Whether it has taken years, months, or only days, today is an exciting day! You have found the perfect home, so now what? When it comes to writing an offer, do you know what you need? Here are a few simple things you will need to have to write a successful offer.
Firstly you need to have a preapproval. A preapproval is a letter from a mortgage broker that promises you will be able to receive a loan from them for the amount of the home. No matter how certain you are that you will be able to afford something, or get a loan, most sellers will not take an offer seriously without a preapproval. Your real estate agent can refer you to a couple of mortgage brokers and the preapproval can often be done in less than a day. To be honest, this should be done before you are out looking at homes so you don’t fall in love with something you can’t afford.
Secondly, you need to know what you want to pay for the property. Your realtor should have a pretty good idea of what things are selling for in the neighborhood, and I would start there. If the home is priced lower than the average for the neighborhood, it will probably receive multiple offers, in this case you want to make sure that you write the highest and best offer that you can. If the home is priced above average, you may want to offer something a little lower than the listing price. It really comes down to what you think the home is worth. If you want a break down of numbers, ask your realtor for a comparative market analysis (CMA) this will tell you the average price per square foot, how many have recently sold, how many homes are listed, and how long homes are staying on the market. All of these figures will help to determine a fair price.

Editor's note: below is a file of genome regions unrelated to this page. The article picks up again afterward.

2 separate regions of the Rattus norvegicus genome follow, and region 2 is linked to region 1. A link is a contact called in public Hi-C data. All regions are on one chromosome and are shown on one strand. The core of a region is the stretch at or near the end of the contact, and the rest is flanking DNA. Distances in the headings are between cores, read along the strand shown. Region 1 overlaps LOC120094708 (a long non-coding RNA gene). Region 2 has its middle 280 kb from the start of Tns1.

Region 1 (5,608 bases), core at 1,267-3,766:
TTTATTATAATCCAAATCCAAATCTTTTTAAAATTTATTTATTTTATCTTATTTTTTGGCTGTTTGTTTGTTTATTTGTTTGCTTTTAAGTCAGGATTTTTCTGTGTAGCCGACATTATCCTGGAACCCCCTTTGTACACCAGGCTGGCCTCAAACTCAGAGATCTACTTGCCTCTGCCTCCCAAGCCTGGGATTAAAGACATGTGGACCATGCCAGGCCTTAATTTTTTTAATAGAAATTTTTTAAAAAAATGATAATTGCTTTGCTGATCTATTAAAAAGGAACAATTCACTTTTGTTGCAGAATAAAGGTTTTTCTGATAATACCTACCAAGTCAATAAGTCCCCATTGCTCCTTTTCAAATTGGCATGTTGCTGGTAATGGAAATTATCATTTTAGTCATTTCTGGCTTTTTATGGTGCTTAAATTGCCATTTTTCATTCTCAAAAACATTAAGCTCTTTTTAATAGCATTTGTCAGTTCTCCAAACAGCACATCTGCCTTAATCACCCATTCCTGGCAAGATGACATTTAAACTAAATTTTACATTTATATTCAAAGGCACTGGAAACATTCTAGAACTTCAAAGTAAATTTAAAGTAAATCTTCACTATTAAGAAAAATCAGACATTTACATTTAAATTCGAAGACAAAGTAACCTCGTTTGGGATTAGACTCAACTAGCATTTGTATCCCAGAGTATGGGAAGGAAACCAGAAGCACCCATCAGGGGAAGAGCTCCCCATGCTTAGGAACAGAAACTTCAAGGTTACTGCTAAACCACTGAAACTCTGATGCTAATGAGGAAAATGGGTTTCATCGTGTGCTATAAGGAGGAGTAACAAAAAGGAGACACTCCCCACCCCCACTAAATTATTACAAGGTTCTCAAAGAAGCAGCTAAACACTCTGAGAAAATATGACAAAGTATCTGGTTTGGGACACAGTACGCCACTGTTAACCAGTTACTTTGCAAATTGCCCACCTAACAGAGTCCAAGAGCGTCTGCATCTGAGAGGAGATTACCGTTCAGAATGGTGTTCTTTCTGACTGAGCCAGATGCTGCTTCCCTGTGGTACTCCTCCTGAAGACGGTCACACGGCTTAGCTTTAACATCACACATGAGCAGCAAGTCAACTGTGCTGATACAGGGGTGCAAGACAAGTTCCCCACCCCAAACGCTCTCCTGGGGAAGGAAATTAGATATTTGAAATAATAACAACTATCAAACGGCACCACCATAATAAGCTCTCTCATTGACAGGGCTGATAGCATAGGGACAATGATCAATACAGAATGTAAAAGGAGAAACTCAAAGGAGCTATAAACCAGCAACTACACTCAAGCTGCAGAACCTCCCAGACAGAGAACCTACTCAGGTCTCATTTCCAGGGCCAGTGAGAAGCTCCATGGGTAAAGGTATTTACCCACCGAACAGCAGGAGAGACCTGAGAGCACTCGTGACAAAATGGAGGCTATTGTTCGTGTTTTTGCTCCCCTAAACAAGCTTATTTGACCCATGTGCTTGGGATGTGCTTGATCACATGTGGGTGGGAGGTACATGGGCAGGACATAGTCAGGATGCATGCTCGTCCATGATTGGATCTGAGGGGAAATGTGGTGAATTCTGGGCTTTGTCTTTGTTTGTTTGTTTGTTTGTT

Along with the price you are offering, you need to determine whether you are asking for closing costs and how much of a down-payment you are offering. Closing costs are things like title fees and loan origination fees, small numbers that add up quickly. You are allowed to ask the seller to pay for up to 3% of the offer price towards your closing costs. But remember the more you ask of the seller, the less desirable your offer looks. Again, it all depends on how the home is originally priced and if there are multiple offers. For example, lets say Buyer A offers $195,000 with no closing costs, and Buyer B offers $198,000 with 3% closing costs on a home originally listed at $200,000. At first glance Buyer B looks better but when you look at the net offer, (offer price-closing costs) Buyer B is actually only offering just over $192,000.
With the down-payment you have some flexibility depending on the type of loan you get. If you are getting a government loan you can pay as little as 3.5% down, with a traditional loan you can have as little as 5% down. The more you have to put down the better the terms of your loan will be, but this really comes down to what money you have.
Lastly you need to know what things in the house you are going to ask for. Everything that is not attached to the house (appliances and furniture) can be negotiated in the contract. Typically some appliances stay in the home and some will go but it is your decision what you want to ask for. If you want everything, washer/dryer, refrigerator, stove, and dishwasher, you need to write it out. Furniture doesn’t usually stay but if you absolutely love something, ask for it. The worst that will happen is the seller says no.
Other than that, you just need to read through the contract and make sure you understand everything. Your realtor can walk you through it all but if you want legal advise you should hire a real estate attorney. After you write the offer all that is left to do is negotiate! but we will leave that for another day. In the mean time, Happy Hunting!